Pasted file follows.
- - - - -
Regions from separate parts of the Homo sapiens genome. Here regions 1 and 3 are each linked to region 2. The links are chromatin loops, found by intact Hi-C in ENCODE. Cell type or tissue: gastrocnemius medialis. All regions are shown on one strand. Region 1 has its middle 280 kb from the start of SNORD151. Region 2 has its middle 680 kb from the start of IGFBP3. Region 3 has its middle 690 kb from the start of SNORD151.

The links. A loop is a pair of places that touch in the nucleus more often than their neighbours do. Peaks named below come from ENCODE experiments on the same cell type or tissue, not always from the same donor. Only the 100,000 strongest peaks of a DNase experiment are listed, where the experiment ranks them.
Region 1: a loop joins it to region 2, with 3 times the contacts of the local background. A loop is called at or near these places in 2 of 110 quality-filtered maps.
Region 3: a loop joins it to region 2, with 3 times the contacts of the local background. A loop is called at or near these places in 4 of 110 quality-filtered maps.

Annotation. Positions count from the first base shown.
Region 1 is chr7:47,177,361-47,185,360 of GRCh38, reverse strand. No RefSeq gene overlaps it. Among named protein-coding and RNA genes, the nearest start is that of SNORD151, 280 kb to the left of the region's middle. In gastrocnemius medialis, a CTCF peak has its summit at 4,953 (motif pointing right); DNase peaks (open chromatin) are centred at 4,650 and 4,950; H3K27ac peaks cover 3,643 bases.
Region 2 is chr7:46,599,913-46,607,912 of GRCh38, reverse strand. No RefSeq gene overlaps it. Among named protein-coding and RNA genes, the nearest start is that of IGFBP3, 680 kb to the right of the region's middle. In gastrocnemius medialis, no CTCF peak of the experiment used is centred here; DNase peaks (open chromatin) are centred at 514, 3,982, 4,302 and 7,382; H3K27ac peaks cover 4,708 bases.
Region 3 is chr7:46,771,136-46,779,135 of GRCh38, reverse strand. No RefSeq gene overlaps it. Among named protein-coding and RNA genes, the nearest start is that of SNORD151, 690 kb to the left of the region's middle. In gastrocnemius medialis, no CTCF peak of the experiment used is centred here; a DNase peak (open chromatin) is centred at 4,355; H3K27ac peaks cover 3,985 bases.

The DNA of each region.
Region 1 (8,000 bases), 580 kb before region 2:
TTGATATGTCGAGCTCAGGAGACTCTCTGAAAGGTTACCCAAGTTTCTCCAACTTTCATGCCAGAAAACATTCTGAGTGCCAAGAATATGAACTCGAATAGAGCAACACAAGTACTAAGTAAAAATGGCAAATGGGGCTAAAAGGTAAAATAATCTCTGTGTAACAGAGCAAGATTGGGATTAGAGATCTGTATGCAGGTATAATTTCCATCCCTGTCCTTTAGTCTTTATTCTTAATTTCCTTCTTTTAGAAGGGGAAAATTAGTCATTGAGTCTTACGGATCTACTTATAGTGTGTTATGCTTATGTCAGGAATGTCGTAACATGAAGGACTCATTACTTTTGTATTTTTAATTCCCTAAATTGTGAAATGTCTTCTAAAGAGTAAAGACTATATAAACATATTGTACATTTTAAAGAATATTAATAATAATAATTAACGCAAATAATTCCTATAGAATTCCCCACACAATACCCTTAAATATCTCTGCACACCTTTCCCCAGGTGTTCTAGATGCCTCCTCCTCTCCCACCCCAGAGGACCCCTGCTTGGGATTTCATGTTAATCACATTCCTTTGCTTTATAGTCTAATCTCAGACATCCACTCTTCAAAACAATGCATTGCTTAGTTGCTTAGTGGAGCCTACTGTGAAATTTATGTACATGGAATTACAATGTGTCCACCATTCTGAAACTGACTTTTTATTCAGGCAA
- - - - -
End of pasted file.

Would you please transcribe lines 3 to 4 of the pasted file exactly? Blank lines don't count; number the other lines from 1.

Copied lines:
Region 1: a loop joins it to region 2, with 3 times the contacts of the local background. A loop is called at or near these places in 2 of 110 quality-filtered maps.
Region 3: a loop joins it to region 2, with 3 times the contacts of the local background. A loop is called at or near these places in 4 of 110 quality-filtered maps.